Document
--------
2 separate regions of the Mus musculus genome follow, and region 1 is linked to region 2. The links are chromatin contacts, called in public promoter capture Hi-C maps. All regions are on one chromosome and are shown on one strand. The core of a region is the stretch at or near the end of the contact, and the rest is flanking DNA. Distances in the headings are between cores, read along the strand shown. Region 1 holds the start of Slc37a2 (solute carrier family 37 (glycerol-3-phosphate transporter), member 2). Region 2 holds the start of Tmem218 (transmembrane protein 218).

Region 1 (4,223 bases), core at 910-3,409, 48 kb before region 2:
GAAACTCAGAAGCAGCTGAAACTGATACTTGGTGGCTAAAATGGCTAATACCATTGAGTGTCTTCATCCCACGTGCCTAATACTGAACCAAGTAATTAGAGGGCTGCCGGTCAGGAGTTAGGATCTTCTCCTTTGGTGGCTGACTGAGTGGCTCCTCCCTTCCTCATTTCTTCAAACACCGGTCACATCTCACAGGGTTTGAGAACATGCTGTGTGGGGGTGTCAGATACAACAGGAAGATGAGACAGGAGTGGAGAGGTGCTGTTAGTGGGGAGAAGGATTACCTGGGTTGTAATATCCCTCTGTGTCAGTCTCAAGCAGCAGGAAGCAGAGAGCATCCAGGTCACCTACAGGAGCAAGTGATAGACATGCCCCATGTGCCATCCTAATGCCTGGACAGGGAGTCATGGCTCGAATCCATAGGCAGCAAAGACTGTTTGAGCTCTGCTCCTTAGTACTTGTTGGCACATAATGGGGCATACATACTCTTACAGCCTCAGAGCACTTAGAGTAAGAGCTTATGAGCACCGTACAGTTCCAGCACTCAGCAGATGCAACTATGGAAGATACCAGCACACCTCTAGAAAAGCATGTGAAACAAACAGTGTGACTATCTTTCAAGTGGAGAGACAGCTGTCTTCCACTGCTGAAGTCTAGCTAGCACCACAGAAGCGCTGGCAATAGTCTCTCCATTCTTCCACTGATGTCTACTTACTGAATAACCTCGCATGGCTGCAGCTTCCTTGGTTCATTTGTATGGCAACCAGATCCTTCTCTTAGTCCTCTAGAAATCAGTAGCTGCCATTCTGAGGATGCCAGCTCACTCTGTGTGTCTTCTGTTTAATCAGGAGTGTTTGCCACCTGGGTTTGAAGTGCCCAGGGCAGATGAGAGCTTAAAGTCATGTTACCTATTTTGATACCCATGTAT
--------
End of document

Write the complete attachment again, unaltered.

2 separate regions of the Mus musculus genome follow, and region 1 is linked to region 2. The links are chromatin contacts, called in public promoter capture Hi-C maps. All regions are on one chromosome and are shown on one strand. The core of a region is the stretch at or near the end of the contact, and the rest is flanking DNA. Distances in the headings are between cores, read along the strand shown. Region 1 holds the start of Slc37a2 (solute carrier family 37 (glycerol-3-phosphate transporter), member 2). Region 2 holds the start of Tmem218 (transmembrane protein 218).

Region 1 (4,223 bases), core at 910-3,409, 48 kb before region 2:
GAAACTCAGAAGCAGCTGAAACTGATACTTGGTGGCTAAAATGGCTAATACCATTGAGTGTCTTCATCCCACGTGCCTAATACTGAACCAAGTAATTAGAGGGCTGCCGGTCAGGAGTTAGGATCTTCTCCTTTGGTGGCTGACTGAGTGGCTCCTCCCTTCCTCATTTCTTCAAACACCGGTCACATCTCACAGGGTTTGAGAACATGCTGTGTGGGGGTGTCAGATACAACAGGAAGATGAGACAGGAGTGGAGAGGTGCTGTTAGTGGGGAGAAGGATTACCTGGGTTGTAATATCCCTCTGTGTCAGTCTCAAGCAGCAGGAAGCAGAGAGCATCCAGGTCACCTACAGGAGCAAGTGATAGACATGCCCCATGTGCCATCCTAATGCCTGGACAGGGAGTCATGGCTCGAATCCATAGGCAGCAAAGACTGTTTGAGCTCTGCTCCTTAGTACTTGTTGGCACATAATGGGGCATACATACTCTTACAGCCTCAGAGCACTTAGAGTAAGAGCTTATGAGCACCGTACAGTTCCAGCACTCAGCAGATGCAACTATGGAAGATACCAGCACACCTCTAGAAAAGCATGTGAAACAAACAGTGTGACTATCTTTCAAGTGGAGAGACAGCTGTCTTCCACTGCTGAAGTCTAGCTAGCACCACAGAAGCGCTGGCAATAGTCTCTCCATTCTTCCACTGATGTCTACTTACTGAATAACCTCGCATGGCTGCAGCTTCCTTGGTTCATTTGTATGGCAACCAGATCCTTCTCTTAGTCCTCTAGAAATCAGTAGCTGCCATTCTGAGGATGCCAGCTCACTCTGTGTGTCTTCTGTTTAATCAGGAGTGTTTGCCACCTGGGTTTGAAGTGCCCAGGGCAGATGAGAGCTTAAAGTCATGTTACCTATTTTGATACCCATGTAT